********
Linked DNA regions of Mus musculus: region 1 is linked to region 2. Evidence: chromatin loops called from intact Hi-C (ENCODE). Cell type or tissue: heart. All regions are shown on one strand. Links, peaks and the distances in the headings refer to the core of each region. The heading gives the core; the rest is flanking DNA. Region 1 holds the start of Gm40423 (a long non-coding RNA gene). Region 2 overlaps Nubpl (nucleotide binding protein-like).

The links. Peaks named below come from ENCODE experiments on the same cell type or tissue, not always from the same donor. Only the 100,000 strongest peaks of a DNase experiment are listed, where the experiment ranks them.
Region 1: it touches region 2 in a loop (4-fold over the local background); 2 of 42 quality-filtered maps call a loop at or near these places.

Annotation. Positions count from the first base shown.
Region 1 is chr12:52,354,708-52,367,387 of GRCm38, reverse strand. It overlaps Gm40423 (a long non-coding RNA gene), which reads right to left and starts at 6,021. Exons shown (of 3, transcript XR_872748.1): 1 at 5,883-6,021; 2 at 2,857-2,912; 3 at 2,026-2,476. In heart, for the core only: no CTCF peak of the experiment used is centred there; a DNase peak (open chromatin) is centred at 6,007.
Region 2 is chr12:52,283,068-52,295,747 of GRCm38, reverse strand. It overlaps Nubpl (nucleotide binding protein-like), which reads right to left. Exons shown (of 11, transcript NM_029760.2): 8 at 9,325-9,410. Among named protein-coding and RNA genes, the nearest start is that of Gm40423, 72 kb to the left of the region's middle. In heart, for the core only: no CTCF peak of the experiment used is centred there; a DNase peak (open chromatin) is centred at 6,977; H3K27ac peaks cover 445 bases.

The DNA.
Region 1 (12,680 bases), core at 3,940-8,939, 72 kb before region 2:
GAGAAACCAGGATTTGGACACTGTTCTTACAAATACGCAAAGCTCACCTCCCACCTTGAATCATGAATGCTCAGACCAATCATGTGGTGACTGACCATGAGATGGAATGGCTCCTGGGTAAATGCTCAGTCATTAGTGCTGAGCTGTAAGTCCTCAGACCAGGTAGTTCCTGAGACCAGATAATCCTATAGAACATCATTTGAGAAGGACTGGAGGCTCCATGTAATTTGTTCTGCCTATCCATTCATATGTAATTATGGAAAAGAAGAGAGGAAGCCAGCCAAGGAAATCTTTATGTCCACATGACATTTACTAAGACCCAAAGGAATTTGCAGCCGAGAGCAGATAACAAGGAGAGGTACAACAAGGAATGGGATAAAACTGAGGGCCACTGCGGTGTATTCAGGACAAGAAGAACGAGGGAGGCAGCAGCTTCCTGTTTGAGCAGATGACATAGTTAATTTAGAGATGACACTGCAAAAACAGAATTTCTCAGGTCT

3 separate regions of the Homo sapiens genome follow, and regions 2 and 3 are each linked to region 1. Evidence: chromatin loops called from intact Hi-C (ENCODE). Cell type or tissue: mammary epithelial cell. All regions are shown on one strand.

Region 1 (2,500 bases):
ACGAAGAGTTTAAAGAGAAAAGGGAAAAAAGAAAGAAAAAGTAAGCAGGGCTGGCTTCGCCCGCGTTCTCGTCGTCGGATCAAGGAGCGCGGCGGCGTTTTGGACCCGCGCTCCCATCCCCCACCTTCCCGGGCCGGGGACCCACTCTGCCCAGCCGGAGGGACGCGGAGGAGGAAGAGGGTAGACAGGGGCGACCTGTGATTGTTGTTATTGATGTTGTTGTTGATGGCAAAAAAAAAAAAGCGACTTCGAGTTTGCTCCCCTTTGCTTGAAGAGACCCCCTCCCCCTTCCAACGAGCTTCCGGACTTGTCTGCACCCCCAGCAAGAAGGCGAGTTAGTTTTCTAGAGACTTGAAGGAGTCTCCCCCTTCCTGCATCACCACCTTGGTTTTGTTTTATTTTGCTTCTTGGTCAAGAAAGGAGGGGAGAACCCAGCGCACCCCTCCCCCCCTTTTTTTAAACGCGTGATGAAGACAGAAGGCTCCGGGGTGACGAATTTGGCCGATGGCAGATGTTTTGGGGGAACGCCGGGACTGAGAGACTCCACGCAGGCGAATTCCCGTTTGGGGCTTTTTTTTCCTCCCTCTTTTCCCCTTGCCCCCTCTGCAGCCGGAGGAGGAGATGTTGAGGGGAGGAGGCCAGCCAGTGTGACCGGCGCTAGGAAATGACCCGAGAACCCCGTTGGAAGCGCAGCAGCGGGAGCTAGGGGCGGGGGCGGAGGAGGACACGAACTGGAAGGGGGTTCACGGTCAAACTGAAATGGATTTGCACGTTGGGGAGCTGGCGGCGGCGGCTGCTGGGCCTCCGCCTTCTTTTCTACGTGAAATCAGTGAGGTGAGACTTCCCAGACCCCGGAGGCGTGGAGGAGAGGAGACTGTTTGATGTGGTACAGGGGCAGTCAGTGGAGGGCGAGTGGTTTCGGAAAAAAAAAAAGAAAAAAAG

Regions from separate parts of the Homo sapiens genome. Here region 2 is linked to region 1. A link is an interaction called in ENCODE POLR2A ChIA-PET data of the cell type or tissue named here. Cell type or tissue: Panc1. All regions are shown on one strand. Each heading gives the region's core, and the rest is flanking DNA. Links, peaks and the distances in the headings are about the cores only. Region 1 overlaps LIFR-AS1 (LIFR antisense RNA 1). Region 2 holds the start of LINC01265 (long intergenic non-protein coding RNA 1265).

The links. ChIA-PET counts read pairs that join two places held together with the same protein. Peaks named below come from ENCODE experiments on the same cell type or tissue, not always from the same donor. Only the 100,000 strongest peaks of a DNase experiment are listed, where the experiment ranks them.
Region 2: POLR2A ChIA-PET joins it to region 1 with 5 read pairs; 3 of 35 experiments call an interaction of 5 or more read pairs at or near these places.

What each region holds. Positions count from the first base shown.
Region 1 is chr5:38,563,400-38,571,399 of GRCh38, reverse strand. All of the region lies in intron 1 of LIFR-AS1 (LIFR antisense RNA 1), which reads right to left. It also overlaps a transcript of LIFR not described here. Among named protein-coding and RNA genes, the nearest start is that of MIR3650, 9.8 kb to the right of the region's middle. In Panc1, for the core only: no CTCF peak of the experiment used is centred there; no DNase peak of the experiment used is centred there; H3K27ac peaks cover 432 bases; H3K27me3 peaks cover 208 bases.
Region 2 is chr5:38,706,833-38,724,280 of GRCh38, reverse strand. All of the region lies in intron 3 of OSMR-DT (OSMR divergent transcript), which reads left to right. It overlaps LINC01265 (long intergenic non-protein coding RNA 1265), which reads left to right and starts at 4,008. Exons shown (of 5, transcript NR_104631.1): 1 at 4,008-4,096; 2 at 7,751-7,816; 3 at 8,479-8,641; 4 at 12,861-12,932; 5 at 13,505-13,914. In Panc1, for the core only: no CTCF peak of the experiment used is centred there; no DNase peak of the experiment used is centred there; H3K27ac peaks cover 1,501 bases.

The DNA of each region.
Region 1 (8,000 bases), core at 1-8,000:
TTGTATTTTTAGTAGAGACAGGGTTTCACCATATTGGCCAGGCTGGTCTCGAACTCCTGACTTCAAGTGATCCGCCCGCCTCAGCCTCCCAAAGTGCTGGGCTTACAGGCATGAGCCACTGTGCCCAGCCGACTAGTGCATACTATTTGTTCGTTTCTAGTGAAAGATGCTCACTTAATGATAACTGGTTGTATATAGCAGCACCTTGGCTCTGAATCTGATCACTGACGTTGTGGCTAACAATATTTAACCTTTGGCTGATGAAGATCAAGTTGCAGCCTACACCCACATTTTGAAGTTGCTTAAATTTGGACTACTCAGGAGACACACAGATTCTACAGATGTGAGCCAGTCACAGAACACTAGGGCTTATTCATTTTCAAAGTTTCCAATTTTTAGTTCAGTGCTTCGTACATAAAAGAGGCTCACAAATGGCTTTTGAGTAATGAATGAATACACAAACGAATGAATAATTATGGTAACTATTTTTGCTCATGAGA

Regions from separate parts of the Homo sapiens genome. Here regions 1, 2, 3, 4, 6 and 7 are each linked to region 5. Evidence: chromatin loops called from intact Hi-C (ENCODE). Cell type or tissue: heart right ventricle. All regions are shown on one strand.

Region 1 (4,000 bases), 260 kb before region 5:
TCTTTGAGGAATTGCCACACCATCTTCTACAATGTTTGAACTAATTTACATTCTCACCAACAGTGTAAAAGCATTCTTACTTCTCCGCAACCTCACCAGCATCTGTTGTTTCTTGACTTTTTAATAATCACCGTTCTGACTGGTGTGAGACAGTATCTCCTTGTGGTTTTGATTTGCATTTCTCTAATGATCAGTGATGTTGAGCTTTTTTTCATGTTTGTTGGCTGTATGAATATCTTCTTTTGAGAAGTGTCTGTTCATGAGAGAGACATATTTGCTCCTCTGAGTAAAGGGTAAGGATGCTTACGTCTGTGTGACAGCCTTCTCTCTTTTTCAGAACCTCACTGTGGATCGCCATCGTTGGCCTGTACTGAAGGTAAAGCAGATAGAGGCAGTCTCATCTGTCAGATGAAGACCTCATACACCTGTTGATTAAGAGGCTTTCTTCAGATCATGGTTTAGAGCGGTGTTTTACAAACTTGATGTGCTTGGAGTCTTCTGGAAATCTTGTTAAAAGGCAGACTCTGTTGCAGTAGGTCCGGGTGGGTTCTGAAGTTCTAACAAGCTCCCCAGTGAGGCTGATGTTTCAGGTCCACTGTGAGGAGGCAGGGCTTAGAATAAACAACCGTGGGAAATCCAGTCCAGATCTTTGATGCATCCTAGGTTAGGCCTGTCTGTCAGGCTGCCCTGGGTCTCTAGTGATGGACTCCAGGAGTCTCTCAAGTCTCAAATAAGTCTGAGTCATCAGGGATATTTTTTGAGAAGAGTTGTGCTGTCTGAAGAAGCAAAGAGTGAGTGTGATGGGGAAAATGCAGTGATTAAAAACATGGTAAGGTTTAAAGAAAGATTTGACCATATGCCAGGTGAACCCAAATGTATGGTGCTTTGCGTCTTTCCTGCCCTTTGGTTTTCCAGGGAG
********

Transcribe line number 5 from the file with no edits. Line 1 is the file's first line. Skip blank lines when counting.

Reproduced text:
Region 1 is chr12:52,354,708-52,367,387 of GRCm38, reverse strand. It overlaps Gm40423 (a long non-coding RNA gene), which reads right to left and starts at 6,021. Exons shown (of 3, transcript XR_872748.1): 1 at 5,883-6,021; 2 at 2,857-2,912; 3 at 2,026-2,476. In heart, for the core only: no CTCF peak of the experiment used is centred there; a DNase peak (open chromatin) is centred at 6,007.